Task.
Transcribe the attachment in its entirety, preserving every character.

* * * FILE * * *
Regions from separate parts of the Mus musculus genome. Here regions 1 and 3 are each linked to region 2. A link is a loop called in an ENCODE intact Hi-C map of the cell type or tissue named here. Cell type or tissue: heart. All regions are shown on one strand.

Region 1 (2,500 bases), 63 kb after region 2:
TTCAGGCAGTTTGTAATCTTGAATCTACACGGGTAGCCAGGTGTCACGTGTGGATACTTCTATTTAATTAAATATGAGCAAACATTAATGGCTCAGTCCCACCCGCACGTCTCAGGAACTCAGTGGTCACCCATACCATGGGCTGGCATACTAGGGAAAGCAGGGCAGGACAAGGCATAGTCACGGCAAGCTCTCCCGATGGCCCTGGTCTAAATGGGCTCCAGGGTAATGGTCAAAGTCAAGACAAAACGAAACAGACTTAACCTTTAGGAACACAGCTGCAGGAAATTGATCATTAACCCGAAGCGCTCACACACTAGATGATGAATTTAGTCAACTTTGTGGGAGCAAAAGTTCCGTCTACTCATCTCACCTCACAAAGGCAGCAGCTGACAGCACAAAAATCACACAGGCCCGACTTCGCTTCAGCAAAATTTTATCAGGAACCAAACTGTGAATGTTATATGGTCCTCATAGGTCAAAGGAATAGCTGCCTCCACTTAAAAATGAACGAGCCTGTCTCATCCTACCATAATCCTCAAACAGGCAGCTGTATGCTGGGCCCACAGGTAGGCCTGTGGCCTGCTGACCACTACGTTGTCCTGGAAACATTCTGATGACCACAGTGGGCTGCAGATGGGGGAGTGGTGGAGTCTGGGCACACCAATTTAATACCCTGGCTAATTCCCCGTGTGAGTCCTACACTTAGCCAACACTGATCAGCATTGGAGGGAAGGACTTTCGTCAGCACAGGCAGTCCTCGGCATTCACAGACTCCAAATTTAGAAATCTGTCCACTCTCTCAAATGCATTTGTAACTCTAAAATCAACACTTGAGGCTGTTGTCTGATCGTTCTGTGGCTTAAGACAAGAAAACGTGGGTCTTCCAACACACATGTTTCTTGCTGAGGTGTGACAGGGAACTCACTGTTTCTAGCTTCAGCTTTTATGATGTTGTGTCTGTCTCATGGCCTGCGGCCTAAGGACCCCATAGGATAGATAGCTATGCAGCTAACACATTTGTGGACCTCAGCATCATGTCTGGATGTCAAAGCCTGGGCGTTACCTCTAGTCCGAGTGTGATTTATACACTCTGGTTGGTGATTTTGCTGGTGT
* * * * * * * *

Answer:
Regions from separate parts of the Mus musculus genome. Here regions 1 and 3 are each linked to region 2. A link is a loop called in an ENCODE intact Hi-C map of the cell type or tissue named here. Cell type or tissue: heart. All regions are shown on one strand.

Region 1 (2,500 bases), 63 kb after region 2:
TTCAGGCAGTTTGTAATCTTGAATCTACACGGGTAGCCAGGTGTCACGTGTGGATACTTCTATTTAATTAAATATGAGCAAACATTAATGGCTCAGTCCCACCCGCACGTCTCAGGAACTCAGTGGTCACCCATACCATGGGCTGGCATACTAGGGAAAGCAGGGCAGGACAAGGCATAGTCACGGCAAGCTCTCCCGATGGCCCTGGTCTAAATGGGCTCCAGGGTAATGGTCAAAGTCAAGACAAAACGAAACAGACTTAACCTTTAGGAACACAGCTGCAGGAAATTGATCATTAACCCGAAGCGCTCACACACTAGATGATGAATTTAGTCAACTTTGTGGGAGCAAAAGTTCCGTCTACTCATCTCACCTCACAAAGGCAGCAGCTGACAGCACAAAAATCACACAGGCCCGACTTCGCTTCAGCAAAATTTTATCAGGAACCAAACTGTGAATGTTATATGGTCCTCATAGGTCAAAGGAATAGCTGCCTCCACTTAAAAATGAACGAGCCTGTCTCATCCTACCATAATCCTCAAACAGGCAGCTGTATGCTGGGCCCACAGGTAGGCCTGTGGCCTGCTGACCACTACGTTGTCCTGGAAACATTCTGATGACCACAGTGGGCTGCAGATGGGGGAGTGGTGGAGTCTGGGCACACCAATTTAATACCCTGGCTAATTCCCCGTGTGAGTCCTACACTTAGCCAACACTGATCAGCATTGGAGGGAAGGACTTTCGTCAGCACAGGCAGTCCTCGGCATTCACAGACTCCAAATTTAGAAATCTGTCCACTCTCTCAAATGCATTTGTAACTCTAAAATCAACACTTGAGGCTGTTGTCTGATCGTTCTGTGGCTTAAGACAAGAAAACGTGGGTCTTCCAACACACATGTTTCTTGCTGAGGTGTGACAGGGAACTCACTGTTTCTAGCTTCAGCTTTTATGATGTTGTGTCTGTCTCATGGCCTGCGGCCTAAGGACCCCATAGGATAGATAGCTATGCAGCTAACACATTTGTGGACCTCAGCATCATGTCTGGATGTCAAAGCCTGGGCGTTACCTCTAGTCCGAGTGTGATTTATACACTCTGGTTGGTGATTTTGCTGGTGT